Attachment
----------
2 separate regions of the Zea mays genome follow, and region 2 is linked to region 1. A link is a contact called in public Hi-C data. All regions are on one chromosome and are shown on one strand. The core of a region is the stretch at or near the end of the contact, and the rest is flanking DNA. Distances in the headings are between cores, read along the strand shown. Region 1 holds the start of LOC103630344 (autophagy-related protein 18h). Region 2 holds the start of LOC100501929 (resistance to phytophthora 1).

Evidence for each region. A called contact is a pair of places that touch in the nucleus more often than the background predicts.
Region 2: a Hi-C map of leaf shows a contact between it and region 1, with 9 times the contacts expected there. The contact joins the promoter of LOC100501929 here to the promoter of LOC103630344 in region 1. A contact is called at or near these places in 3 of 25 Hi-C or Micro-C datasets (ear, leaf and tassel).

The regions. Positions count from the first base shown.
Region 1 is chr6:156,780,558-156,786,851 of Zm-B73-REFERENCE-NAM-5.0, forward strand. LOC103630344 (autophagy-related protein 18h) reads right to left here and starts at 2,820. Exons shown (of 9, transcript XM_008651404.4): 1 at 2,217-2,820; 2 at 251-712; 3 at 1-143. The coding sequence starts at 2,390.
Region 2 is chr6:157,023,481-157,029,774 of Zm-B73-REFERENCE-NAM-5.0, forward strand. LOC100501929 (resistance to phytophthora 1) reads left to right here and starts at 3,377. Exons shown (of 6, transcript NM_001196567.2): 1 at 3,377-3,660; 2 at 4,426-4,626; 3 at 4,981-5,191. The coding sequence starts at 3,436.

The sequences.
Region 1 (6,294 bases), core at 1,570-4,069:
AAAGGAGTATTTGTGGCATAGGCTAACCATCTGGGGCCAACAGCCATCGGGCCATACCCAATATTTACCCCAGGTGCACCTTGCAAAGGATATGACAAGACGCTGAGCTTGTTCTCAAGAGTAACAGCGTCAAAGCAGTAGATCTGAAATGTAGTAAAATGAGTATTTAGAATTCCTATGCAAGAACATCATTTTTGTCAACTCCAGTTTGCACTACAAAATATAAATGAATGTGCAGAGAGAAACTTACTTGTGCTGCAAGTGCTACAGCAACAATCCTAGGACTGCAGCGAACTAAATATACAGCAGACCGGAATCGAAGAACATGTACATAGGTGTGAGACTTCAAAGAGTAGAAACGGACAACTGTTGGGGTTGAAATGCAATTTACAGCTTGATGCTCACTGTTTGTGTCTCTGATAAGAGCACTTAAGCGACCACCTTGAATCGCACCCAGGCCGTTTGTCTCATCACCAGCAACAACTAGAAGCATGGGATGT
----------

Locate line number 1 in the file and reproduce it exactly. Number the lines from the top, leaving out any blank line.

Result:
2 separate regions of the Zea mays genome follow, and region 2 is linked to region 1. A link is a contact called in public Hi-C data. All regions are on one chromosome and are shown on one strand. The core of a region is the stretch at or near the end of the contact, and the rest is flanking DNA. Distances in the headings are between cores, read along the strand shown. Region 1 holds the start of LOC103630344 (autophagy-related protein 18h). Region 2 holds the start of LOC100501929 (resistance to phytophthora 1).